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 The Cray-1 implementation: an 80MHz machine 
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Joined: Mon Oct 07, 2019 2:41 am
Posts: 330
The memory subsystem I suspect made up 75% of the cost of any big machine in that era,
with big being a bus wider than 16 bits. Now days 75% of the cost a machine is the FAN and CPU, a strange contrast.
1975..1985 was the era BIG LAB computing or timesharing that is for sure.

Wed Jan 20, 2021 6:59 am

Joined: Wed Jan 09, 2013 6:54 pm
Posts: 1702
I was going to say that an FPGA's on-chip RAMs are so fast that we tend to see single-cycle access, which is very much not the territory that Cray was working in. But, it turns out that when you assemble 64k of block RAM there is a speed penalty, presumably due to routing: it's possible, perhaps, to have a well-balanced design with a very fast CPU and 2-cycle RAM, without having to slow anything down deliberately. Perhaps even more than 2 cycles.

Wed Jan 20, 2021 10:11 am

Joined: Sat Feb 02, 2013 9:40 am
Posts: 1696
Location: Canada
I was thinking of trying to design a vector machine with a slightly more modern architecture. It would have 32 scalar registers, 32 vector registers. 32-bit instruction parcels rather than 16-bit.

The xc7a200t (sample FPGA) has
13Mb (200k Words) potential memory, considerably less than the Cray-1 but may still be useable.
The block ram is much faster than the 20 MHz Cray-1 memory. It could probably be made to operate without needing to be banked. But let’s bank it to be safe.
For my vector machine, I would pick a vector size then have slices of the vector processed serially. So, the control logic would be like a bit-serial machine. For instance, 32 vector registers with 64, 64-bit elements is a 4096 bits wide vector machine. Processing would be 256-bits at a time, looping sixteen times (or less depending on vector length) to process all 4096 bits.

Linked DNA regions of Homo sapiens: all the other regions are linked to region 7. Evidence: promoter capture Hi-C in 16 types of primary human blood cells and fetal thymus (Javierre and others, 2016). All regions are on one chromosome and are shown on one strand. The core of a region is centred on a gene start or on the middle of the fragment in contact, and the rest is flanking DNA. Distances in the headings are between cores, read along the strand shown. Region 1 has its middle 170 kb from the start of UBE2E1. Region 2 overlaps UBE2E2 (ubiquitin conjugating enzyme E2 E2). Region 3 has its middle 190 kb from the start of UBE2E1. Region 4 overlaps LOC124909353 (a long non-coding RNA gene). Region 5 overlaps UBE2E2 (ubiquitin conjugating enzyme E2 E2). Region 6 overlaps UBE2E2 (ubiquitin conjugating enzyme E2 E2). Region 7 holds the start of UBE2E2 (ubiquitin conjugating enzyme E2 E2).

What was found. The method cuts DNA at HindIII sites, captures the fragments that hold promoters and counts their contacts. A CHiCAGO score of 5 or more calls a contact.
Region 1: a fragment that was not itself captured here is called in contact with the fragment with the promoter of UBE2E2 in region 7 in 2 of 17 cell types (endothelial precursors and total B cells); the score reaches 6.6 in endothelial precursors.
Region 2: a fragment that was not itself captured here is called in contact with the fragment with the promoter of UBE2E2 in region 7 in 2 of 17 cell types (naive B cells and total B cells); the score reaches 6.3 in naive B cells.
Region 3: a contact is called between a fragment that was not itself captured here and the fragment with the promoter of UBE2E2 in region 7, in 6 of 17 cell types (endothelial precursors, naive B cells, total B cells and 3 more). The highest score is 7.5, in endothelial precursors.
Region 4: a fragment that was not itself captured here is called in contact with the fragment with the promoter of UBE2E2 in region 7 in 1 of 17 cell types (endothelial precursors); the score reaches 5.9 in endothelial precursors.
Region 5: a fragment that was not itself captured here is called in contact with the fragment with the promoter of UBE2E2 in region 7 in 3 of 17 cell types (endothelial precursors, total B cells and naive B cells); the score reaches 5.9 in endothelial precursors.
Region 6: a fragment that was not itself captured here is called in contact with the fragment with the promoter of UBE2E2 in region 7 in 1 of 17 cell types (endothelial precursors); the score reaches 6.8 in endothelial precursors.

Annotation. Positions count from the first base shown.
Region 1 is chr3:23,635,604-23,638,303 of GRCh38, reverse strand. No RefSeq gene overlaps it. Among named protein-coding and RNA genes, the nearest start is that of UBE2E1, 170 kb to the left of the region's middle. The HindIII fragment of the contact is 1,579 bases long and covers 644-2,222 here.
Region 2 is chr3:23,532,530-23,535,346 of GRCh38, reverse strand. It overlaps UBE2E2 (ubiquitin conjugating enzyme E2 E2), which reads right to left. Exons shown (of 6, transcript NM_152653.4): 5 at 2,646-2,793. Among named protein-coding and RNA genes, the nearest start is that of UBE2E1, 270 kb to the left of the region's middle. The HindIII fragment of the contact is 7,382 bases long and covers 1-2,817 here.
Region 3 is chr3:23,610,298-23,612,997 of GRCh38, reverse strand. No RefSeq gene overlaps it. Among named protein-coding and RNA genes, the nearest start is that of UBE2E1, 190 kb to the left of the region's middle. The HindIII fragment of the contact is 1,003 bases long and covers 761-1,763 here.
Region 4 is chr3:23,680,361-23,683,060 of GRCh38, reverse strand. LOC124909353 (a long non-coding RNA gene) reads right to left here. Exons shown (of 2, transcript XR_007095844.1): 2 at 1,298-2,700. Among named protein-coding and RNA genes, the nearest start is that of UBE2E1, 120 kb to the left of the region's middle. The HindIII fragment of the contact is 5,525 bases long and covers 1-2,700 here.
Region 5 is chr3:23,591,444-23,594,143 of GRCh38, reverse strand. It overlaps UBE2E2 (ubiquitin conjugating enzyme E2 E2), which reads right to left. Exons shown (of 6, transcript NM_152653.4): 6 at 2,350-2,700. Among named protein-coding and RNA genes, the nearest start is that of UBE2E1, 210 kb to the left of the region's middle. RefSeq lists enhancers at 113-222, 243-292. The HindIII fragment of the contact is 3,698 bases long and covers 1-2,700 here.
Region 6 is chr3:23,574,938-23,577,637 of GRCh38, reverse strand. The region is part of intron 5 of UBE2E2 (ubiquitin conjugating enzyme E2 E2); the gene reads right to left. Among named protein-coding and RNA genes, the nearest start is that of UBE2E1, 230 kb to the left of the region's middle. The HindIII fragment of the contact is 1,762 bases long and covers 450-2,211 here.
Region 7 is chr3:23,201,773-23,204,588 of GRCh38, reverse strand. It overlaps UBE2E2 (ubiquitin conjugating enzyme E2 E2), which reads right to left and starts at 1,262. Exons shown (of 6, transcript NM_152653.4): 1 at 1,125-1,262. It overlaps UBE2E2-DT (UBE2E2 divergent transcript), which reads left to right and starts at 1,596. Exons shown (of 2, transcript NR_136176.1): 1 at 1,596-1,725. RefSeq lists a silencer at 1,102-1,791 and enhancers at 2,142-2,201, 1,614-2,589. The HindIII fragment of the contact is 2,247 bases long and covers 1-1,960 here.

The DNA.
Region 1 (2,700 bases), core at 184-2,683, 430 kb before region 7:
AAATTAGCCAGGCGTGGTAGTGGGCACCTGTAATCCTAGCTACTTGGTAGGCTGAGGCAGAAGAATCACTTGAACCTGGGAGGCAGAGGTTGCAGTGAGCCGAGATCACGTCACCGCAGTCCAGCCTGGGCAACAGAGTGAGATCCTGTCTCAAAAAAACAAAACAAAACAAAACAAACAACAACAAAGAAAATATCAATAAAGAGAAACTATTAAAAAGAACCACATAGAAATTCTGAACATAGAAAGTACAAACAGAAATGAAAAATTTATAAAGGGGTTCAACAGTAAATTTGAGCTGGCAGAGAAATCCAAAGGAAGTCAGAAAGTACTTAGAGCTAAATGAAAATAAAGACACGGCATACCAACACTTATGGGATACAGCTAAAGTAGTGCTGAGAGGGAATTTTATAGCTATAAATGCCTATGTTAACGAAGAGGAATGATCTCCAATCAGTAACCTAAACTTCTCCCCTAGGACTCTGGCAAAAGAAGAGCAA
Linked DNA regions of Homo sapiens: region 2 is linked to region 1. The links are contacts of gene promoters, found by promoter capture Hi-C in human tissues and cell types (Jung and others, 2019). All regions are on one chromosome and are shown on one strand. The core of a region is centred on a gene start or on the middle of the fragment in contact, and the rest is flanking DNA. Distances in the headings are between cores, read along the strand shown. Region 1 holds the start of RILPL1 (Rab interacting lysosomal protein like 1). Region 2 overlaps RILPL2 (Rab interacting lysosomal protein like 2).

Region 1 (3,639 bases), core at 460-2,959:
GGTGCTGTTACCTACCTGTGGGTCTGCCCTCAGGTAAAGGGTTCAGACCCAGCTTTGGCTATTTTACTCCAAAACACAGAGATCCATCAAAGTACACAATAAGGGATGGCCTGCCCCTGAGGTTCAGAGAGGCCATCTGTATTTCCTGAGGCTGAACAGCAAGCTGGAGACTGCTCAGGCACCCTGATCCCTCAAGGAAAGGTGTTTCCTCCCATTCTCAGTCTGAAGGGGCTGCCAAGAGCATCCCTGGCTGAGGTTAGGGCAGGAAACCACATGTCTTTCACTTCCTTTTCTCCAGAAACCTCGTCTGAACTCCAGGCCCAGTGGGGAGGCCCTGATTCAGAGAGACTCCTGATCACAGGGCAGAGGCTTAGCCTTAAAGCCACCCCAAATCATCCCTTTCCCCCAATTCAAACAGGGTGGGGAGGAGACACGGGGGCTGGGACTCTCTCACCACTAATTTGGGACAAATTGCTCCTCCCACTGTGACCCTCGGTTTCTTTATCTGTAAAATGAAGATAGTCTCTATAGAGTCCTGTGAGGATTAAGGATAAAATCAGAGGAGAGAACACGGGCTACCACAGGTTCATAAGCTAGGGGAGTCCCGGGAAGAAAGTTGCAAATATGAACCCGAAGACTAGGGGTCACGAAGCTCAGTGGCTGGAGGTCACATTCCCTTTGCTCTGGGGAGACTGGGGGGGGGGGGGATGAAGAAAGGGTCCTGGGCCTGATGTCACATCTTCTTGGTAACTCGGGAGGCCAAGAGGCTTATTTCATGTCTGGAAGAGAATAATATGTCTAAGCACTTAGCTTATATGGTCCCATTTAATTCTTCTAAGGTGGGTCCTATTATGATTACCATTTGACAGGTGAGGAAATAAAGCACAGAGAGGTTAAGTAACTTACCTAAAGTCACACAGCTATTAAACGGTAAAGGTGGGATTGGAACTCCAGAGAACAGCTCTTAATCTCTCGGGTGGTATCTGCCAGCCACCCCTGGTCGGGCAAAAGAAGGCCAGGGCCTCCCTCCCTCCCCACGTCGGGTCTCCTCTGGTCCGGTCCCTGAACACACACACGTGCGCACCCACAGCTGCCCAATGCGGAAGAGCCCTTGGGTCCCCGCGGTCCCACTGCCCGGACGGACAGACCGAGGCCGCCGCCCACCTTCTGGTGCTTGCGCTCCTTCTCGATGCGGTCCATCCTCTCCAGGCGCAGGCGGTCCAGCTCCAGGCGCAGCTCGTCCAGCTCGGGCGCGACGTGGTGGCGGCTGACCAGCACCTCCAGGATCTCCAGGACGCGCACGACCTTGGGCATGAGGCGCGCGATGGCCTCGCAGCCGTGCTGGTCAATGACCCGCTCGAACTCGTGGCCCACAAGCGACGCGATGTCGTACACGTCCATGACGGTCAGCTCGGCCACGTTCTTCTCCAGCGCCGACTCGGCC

Performance would come from processing four elements every clock cycle.

Could we start a project:’s vector machine. ANY-1 ?

I would like to implement a superscalar vector machine using mainly a brute-force approach (processing all 4096 bits at once). But alas the logic requirements are far larger than an inexpensive FPGA. Build times would be intolerable.

Robert Finch

Wed Jan 20, 2021 1:09 pm WWW

Joined: Wed Jan 09, 2013 6:54 pm
Posts: 1702
A new thread for an ANY-1 is a fine idea!

(I see a whole series of Cray FAQs here.)

(And here's a High Performance Computer Architectures page on Cray 1. Interesting site, by Roland Ibbett & Nigel Topham.)

Just a little more on Cray-1 - in this Cray-XMP page there's a very brief summary with some references:

The success of the CRAY-1 within the scientific computing community can be attributed to its innovative vector architecture, dense packaging, and advanced cooling technology. The CRAY-1 design employed many state of the art architectural features such as:

    Pipelining in memory access and function units,
    Utilization of vector registers and operations chaining,
    Concurrent execution of multiple functional units,
    Interleaved memory,
    Instruction cache and lookahead,
    Massive use of parallel logic to shorten the execution time of functional units.
The vector architecture introduced, at that time, a new era in high speed computing. The well balanced [1] and compact [2] design enhanced the performance of vector as well as scalar application codes.

There are many references available that discuss in great detail the architecture, physical characteristics and usage of the CRAY-1 computer [3][4][5].

But it turns out these are conventional references, not links - although I'll add links if I find them:

Wed Jan 20, 2021 1:46 pm
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